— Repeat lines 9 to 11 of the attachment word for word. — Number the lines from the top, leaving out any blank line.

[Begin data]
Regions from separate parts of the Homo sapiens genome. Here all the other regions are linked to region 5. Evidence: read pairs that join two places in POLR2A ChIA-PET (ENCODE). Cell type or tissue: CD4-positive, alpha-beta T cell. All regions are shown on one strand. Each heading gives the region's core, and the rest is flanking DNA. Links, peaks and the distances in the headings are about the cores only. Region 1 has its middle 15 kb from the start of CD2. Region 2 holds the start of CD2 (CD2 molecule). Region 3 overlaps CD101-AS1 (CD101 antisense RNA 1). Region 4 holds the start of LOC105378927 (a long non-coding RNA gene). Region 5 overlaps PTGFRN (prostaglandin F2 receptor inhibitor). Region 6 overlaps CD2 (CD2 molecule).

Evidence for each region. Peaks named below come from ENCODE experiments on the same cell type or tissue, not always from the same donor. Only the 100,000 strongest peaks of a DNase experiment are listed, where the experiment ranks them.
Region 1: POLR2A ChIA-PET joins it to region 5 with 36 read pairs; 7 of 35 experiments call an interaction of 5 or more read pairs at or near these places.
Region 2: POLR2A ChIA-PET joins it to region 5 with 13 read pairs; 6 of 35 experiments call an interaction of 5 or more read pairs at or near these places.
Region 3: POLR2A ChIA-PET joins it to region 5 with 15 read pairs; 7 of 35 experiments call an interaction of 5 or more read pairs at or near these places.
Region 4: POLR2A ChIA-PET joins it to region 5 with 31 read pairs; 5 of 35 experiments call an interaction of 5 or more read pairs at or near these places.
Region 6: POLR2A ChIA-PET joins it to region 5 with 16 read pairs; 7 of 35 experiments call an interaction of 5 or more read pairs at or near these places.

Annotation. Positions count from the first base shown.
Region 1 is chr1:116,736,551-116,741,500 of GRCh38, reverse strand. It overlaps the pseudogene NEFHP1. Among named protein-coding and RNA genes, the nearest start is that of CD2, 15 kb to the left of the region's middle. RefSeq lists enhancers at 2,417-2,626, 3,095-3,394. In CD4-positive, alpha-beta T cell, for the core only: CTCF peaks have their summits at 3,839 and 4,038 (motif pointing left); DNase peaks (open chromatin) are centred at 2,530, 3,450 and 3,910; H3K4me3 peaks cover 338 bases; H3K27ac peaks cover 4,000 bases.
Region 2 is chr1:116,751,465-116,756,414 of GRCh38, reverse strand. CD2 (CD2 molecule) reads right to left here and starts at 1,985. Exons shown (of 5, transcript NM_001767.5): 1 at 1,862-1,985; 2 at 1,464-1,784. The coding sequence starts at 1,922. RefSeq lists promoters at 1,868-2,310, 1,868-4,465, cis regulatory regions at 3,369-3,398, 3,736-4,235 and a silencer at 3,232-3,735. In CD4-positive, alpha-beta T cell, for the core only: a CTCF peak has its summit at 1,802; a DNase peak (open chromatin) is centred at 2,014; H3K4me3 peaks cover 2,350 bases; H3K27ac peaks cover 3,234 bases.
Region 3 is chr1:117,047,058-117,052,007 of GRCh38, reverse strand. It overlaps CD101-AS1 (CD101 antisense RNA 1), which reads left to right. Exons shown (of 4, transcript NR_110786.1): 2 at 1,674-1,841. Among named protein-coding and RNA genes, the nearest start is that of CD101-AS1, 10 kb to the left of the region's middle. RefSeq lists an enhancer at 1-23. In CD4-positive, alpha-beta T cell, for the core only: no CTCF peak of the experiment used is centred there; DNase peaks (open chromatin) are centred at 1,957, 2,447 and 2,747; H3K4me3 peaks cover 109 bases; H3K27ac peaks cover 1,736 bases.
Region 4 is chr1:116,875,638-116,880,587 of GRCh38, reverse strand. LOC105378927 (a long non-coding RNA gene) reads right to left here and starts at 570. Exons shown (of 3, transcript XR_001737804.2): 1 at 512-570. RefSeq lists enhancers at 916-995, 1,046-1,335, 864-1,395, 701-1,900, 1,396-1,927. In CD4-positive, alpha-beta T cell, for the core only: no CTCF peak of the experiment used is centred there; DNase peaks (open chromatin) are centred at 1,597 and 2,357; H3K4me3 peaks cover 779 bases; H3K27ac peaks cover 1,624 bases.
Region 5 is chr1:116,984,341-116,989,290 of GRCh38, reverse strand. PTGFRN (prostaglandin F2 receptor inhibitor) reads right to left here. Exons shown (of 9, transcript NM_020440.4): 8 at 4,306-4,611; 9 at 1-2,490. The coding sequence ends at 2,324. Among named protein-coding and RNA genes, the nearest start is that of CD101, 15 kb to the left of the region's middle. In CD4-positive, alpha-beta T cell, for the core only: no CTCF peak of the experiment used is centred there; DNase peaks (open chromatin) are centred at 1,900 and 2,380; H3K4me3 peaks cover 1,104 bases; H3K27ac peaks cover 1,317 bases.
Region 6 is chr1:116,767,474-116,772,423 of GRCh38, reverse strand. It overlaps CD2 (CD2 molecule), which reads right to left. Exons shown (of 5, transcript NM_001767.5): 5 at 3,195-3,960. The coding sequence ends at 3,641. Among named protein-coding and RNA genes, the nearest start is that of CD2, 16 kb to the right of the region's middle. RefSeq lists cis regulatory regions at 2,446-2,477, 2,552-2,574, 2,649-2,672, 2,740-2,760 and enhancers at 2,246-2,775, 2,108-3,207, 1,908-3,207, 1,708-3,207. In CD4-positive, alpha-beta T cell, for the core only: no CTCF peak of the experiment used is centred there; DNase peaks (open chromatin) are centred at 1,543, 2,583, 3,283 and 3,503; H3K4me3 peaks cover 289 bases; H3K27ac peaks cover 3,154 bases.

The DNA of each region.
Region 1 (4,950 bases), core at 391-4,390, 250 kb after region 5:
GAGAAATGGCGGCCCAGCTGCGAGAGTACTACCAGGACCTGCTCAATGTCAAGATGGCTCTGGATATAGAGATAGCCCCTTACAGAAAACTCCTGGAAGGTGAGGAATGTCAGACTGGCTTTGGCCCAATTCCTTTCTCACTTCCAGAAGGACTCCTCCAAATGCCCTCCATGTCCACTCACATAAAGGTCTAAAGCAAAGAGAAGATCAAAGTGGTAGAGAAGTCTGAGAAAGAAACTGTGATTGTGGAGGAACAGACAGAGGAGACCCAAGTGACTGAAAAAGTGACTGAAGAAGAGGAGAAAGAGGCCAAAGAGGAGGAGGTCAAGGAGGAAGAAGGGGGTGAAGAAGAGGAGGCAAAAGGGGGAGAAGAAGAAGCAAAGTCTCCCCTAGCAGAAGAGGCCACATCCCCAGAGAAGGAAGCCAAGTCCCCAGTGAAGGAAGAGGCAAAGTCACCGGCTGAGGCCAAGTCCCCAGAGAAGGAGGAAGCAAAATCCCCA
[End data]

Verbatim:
Region 1 is chr1:116,736,551-116,741,500 of GRCh38, reverse strand. It overlaps the pseudogene NEFHP1. Among named protein-coding and RNA genes, the nearest start is that of CD2, 15 kb to the left of the region's middle. RefSeq lists enhancers at 2,417-2,626, 3,095-3,394. In CD4-positive, alpha-beta T cell, for the core only: CTCF peaks have their summits at 3,839 and 4,038 (motif pointing left); DNase peaks (open chromatin) are centred at 2,530, 3,450 and 3,910; H3K4me3 peaks cover 338 bases; H3K27ac peaks cover 4,000 bases.
Region 2 is chr1:116,751,465-116,756,414 of GRCh38, reverse strand. CD2 (CD2 molecule) reads right to left here and starts at 1,985. Exons shown (of 5, transcript NM_001767.5): 1 at 1,862-1,985; 2 at 1,464-1,784. The coding sequence starts at 1,922. RefSeq lists promoters at 1,868-2,310, 1,868-4,465, cis regulatory regions at 3,369-3,398, 3,736-4,235 and a silencer at 3,232-3,735. In CD4-positive, alpha-beta T cell, for the core only: a CTCF peak has its summit at 1,802; a DNase peak (open chromatin) is centred at 2,014; H3K4me3 peaks cover 2,350 bases; H3K27ac peaks cover 3,234 bases.
Region 3 is chr1:117,047,058-117,052,007 of GRCh38, reverse strand. It overlaps CD101-AS1 (CD101 antisense RNA 1), which reads left to right. Exons shown (of 4, transcript NR_110786.1): 2 at 1,674-1,841. Among named protein-coding and RNA genes, the nearest start is that of CD101-AS1, 10 kb to the left of the region's middle. RefSeq lists an enhancer at 1-23. In CD4-positive, alpha-beta T cell, for the core only: no CTCF peak of the experiment used is centred there; DNase peaks (open chromatin) are centred at 1,957, 2,447 and 2,747; H3K4me3 peaks cover 109 bases; H3K27ac peaks cover 1,736 bases.